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Like a #BossLady

Produced by filmmaker Yossera Bouchtia, who previously worked on the Sundance-winning film Skinningrove, Introducing #BossLady is a five-part series in which Muslim women on the cutting edge of fashion and design share the inspirational stories behind their businesses. I met with Yossera and had the chance to find out more about this new video series: 

Q: Each episode of Introducing #BossLady has a its own success story that many viewers can relate to. In just a few minutes, we are able to see how perseverance and faith are the driving forces behind these women’s businesses. May you tell us about this video series and how it came to be?

Muslim women have a lot to offer and the sooner we realize this the sooner we will be successful…Let who you are, what you value, and your uniqueness in perspective be your guiding force. I think the public doesn’t always know what they want until they see something beyond their imagination.

A: The Introducing #BossLady video series was initially inspired by the extraordinary book Arab Women Rising written by Rahilla Zafar and Nafeesa Syeed. In the book, the authors interview several women across the MENA (Middle East and North Africa) region. These women are characterized as fearless, innovative entrepreneurs who are changing the economic and cultural landscape of their countries.

I was so captivated by each woman’s unique story of how they handled the obstacles and challenges of creating a business in a male dominated industry that I wanted to discover the narratives behind Muslim-American female entrepreneurs. Thus, the Introducing #BossLady series was born.

Q: What were these women like in person? How has overcoming their obstacles changed their life?

imageA: The #BossLady series has distinct stories that explores the ‘why’ behind each lady’s business. That was what was most compelling about the different enterprises they lead. In person, their passion for what they are doing is unmistakable. They embrace their cultural roots and share this sense of pride through their entrepreneurial pursuits.

The first #BossLady video followed Khadija Mouh, a fashion designer and wedding planner from Morocco. Having been in the USA for over 20 years she’s holding on to her Moroccan roots, striving to share Moroccan culture with the American public.

Yasmine El Baggari is another Moroccan native who is passionate about hospitality. Also inspired by her upbringing, her mission is to offer the world the same hospitality she grew up with.

I was so captivated by each woman’s unique story of how they handled the obstacles and challenges of creating a business in a male-dominated industry that I wanted to discover the narratives behind Muslim-American female entrepreneurs.

Sarah Bashir’s movement to celebrate modesty in fashion has already began to open doors for many women.

Eman B Fendi is a fierce #BossLady. As a Fashion Architect, her bold unapologetic style is already making a name for herself in NYC.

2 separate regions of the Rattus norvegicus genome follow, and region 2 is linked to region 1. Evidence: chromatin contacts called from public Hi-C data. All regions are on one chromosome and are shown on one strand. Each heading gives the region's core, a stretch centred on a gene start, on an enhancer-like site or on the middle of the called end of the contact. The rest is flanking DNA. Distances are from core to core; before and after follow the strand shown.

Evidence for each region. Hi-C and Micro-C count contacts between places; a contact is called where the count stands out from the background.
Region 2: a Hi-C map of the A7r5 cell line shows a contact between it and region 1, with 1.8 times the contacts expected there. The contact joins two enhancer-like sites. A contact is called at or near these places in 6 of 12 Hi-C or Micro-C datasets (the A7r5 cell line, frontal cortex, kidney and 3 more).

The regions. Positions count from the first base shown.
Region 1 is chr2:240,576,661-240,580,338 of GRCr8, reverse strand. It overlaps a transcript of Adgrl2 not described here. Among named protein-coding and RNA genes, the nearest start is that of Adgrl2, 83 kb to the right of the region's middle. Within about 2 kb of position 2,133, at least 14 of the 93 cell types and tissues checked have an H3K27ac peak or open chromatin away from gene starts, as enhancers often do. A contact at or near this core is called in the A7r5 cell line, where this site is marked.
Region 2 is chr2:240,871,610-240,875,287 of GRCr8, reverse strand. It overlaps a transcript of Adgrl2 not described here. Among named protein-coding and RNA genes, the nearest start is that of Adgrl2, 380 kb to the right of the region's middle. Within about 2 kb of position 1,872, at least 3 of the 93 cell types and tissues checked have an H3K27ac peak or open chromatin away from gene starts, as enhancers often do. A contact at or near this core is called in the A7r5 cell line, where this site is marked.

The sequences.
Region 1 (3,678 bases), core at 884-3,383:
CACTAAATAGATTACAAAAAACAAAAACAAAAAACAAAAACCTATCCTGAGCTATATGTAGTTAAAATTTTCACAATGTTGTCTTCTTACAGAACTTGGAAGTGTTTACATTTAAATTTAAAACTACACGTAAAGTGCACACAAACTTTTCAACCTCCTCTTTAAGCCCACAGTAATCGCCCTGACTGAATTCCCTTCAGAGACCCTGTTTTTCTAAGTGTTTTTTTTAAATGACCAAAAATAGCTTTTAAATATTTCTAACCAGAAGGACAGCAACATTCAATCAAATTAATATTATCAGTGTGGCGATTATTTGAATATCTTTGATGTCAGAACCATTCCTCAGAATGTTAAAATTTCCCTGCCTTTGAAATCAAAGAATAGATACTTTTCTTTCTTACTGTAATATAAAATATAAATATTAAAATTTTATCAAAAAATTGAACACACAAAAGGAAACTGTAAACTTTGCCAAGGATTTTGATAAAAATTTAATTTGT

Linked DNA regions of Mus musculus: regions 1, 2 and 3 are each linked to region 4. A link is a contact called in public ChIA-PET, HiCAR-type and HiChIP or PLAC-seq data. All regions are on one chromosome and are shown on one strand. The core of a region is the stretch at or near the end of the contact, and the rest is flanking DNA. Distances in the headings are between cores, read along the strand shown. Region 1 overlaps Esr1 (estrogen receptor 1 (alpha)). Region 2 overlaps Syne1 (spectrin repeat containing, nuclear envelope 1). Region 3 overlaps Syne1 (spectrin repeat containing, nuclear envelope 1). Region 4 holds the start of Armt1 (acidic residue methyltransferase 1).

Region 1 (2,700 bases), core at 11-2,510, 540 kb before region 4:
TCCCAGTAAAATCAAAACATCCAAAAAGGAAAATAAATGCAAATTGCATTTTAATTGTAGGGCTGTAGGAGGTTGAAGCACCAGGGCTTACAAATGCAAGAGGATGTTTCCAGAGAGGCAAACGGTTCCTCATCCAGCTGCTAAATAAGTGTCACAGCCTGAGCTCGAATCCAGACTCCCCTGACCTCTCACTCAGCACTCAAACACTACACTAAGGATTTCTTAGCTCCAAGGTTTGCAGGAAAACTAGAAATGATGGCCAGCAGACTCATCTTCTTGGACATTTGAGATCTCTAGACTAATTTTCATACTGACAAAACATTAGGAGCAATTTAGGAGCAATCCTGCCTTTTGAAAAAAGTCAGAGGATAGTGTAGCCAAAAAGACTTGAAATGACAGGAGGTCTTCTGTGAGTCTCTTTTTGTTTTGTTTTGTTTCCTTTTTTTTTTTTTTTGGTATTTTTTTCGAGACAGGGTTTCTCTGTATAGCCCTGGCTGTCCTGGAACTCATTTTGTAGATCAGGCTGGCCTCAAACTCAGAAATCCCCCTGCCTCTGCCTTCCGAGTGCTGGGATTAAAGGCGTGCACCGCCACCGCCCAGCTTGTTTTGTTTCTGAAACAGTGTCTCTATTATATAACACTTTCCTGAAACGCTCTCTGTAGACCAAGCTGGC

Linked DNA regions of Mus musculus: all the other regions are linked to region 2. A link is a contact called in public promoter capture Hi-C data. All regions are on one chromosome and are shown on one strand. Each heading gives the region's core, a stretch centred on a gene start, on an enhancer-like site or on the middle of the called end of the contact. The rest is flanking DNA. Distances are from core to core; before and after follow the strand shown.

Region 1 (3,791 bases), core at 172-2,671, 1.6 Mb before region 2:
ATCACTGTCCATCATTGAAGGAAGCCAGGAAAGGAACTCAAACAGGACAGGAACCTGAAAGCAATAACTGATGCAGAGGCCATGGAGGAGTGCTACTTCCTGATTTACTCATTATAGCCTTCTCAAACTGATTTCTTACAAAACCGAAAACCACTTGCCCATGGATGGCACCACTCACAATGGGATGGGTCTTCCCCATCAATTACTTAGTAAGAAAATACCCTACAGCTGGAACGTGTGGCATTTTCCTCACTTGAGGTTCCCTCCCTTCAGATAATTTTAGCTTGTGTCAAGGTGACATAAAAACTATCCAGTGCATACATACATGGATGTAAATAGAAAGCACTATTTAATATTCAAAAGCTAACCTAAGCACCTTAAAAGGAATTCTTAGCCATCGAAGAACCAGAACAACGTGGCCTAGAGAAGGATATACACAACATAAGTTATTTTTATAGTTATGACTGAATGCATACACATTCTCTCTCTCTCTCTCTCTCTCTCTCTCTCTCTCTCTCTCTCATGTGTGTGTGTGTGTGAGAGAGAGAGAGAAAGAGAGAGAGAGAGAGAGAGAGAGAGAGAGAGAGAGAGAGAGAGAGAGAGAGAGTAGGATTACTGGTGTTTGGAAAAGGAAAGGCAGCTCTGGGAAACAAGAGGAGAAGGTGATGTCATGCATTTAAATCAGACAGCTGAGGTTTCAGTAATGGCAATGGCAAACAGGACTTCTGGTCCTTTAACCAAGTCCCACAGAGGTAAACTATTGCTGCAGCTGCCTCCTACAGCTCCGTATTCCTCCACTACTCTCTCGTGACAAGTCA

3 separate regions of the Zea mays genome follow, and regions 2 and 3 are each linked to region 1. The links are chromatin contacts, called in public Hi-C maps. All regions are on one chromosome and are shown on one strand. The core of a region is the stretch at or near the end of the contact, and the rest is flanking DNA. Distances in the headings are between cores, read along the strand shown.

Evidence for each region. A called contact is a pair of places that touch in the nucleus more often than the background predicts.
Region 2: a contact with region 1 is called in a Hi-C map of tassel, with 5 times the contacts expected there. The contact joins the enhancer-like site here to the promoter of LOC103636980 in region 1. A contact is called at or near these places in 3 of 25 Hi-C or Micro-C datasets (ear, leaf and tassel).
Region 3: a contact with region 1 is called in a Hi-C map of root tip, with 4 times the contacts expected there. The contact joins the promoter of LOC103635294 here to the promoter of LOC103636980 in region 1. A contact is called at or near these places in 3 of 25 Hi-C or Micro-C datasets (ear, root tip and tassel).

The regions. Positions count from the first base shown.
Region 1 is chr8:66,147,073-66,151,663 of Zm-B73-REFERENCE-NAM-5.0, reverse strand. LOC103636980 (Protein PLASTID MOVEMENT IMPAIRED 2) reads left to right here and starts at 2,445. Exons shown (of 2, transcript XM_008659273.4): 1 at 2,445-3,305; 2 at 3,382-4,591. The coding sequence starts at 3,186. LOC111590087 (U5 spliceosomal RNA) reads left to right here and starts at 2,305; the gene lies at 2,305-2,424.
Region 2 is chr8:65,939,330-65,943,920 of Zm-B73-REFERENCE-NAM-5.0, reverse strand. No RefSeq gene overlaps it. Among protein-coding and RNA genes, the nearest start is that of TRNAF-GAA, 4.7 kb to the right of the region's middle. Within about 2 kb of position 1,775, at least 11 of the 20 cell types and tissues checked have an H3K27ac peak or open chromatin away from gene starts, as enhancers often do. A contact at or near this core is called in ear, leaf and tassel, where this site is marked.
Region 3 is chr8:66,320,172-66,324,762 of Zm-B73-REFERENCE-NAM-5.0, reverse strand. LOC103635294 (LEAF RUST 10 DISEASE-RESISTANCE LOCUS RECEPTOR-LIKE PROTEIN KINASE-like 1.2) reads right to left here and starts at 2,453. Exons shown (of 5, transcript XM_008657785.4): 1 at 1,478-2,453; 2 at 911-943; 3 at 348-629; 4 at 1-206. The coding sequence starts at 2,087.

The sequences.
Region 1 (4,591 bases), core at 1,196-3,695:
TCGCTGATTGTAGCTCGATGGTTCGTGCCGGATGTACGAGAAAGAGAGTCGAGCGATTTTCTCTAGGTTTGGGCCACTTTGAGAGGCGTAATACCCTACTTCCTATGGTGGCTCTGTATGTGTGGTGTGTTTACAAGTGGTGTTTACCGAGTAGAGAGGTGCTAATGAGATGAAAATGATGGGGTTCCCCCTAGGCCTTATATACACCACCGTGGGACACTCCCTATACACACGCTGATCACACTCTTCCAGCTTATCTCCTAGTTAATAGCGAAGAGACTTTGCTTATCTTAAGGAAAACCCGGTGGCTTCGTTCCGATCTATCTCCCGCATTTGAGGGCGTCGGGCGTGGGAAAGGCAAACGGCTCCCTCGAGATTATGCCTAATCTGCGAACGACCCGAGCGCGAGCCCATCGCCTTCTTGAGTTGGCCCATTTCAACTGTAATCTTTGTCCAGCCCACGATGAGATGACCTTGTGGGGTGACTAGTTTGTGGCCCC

Likewise, The Sultanese jewelry by Nafeesa Majid is exquisitely bold. Walking around Herald Square during our video interview as she showed bead stores she frequents, the jewelry she was wearing was intriguing many passersby.

Nafeesa Majid started her jewelry line, The Sultanese, when she and her two-year-old daughter were homeless. Listening to her journey out of that painful situation with her jewelry line now showcased at New York Fashion Week gave me goosebumps.

There is a conviction behind their work that helps them transcend divisions that sets them apart from mainstream society. What drew me to them is the fact that they’re able to carve out a space for other women like them to follow in their footsteps.

Q: What can Muslim women do to be their own #BossLady? After watching the series and becoming inspired, how would you suggest they channel their creativity into something that can be appreciated by the public?

Nafeesa Majid started her jewelry line, The Sultansee, when she and her two-year-old daughter were homeless. Listening to her journey out of that painful situation with her jewelry line now showcased at New York Fashion Week gave me goosebumps.

A: Muslim women have a lot to offer and the sooner we realize this the sooner we will be successful. The women I interviewed for the series were genuine; they realized that being their truest self is the best gift they can offer the world. So for those seeking to create their own company, just trust that your voice matters and that you have a lot to share with the world. Let who you are, what you value, and your uniqueness in perspective be your guiding force. I think the public doesn’t always know what they want until they see something beyond their imagination.

I wish you, the women you interviewed, and the countless artists around the globe seeking to beautify our world the best of luck. I look forward to seeing more Muslim women sharing their success stories and proving that they, too, can be bosses.

It’s been an honor and a pleasure! For any ladies out there who are interested in being part of our next #BossLady series feel free to email me at [email protected]


You can watch one of the Introducing #BossLady videos here.

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